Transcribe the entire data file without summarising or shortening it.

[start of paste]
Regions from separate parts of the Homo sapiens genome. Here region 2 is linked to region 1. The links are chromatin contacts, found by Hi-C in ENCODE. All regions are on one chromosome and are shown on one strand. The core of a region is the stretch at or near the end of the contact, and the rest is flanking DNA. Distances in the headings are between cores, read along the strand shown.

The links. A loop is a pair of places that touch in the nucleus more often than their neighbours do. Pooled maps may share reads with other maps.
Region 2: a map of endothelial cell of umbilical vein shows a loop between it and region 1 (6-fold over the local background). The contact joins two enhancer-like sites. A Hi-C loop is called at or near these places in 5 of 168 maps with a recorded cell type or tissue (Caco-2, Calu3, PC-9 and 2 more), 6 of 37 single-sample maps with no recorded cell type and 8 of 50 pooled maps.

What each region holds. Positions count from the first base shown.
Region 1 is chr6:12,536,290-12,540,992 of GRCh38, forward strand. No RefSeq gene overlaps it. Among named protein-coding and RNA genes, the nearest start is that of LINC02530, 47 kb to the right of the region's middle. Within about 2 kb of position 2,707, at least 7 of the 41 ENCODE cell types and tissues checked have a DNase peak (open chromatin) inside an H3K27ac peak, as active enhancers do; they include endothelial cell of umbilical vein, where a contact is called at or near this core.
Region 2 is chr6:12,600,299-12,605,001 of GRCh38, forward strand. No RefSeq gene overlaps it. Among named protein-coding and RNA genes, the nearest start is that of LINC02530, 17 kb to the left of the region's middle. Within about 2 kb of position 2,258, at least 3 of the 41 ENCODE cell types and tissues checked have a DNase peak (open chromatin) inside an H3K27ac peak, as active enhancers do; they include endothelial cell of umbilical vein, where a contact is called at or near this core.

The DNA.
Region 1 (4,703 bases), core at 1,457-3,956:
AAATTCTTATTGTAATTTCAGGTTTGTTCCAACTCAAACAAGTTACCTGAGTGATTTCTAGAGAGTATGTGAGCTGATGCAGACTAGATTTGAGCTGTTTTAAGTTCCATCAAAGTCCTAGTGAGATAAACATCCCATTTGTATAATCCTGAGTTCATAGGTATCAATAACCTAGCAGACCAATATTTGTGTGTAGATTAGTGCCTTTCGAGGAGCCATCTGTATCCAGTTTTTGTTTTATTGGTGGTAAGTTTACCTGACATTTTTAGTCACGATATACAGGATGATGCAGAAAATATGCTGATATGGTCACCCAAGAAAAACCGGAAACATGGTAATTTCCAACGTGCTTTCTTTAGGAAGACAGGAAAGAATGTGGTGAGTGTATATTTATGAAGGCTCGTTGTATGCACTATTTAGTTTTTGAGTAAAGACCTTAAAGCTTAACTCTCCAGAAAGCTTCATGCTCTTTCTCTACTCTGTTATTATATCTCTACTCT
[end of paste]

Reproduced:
Regions from separate parts of the Homo sapiens genome. Here region 2 is linked to region 1. The links are chromatin contacts, found by Hi-C in ENCODE. All regions are on one chromosome and are shown on one strand. The core of a region is the stretch at or near the end of the contact, and the rest is flanking DNA. Distances in the headings are between cores, read along the strand shown.

The links. A loop is a pair of places that touch in the nucleus more often than their neighbours do. Pooled maps may share reads with other maps.
Region 2: a map of endothelial cell of umbilical vein shows a loop between it and region 1 (6-fold over the local background). The contact joins two enhancer-like sites. A Hi-C loop is called at or near these places in 5 of 168 maps with a recorded cell type or tissue (Caco-2, Calu3, PC-9 and 2 more), 6 of 37 single-sample maps with no recorded cell type and 8 of 50 pooled maps.

What each region holds. Positions count from the first base shown.
Region 1 is chr6:12,536,290-12,540,992 of GRCh38, forward strand. No RefSeq gene overlaps it. Among named protein-coding and RNA genes, the nearest start is that of LINC02530, 47 kb to the right of the region's middle. Within about 2 kb of position 2,707, at least 7 of the 41 ENCODE cell types and tissues checked have a DNase peak (open chromatin) inside an H3K27ac peak, as active enhancers do; they include endothelial cell of umbilical vein, where a contact is called at or near this core.
Region 2 is chr6:12,600,299-12,605,001 of GRCh38, forward strand. No RefSeq gene overlaps it. Among named protein-coding and RNA genes, the nearest start is that of LINC02530, 17 kb to the left of the region's middle. Within about 2 kb of position 2,258, at least 3 of the 41 ENCODE cell types and tissues checked have a DNase peak (open chromatin) inside an H3K27ac peak, as active enhancers do; they include endothelial cell of umbilical vein, where a contact is called at or near this core.

The DNA.
Region 1 (4,703 bases), core at 1,457-3,956:
AAATTCTTATTGTAATTTCAGGTTTGTTCCAACTCAAACAAGTTACCTGAGTGATTTCTAGAGAGTATGTGAGCTGATGCAGACTAGATTTGAGCTGTTTTAAGTTCCATCAAAGTCCTAGTGAGATAAACATCCCATTTGTATAATCCTGAGTTCATAGGTATCAATAACCTAGCAGACCAATATTTGTGTGTAGATTAGTGCCTTTCGAGGAGCCATCTGTATCCAGTTTTTGTTTTATTGGTGGTAAGTTTACCTGACATTTTTAGTCACGATATACAGGATGATGCAGAAAATATGCTGATATGGTCACCCAAGAAAAACCGGAAACATGGTAATTTCCAACGTGCTTTCTTTAGGAAGACAGGAAAGAATGTGGTGAGTGTATATTTATGAAGGCTCGTTGTATGCACTATTTAGTTTTTGAGTAAAGACCTTAAAGCTTAACTCTCCAGAAAGCTTCATGCTCTTTCTCTACTCTGTTATTATATCTCTACTCT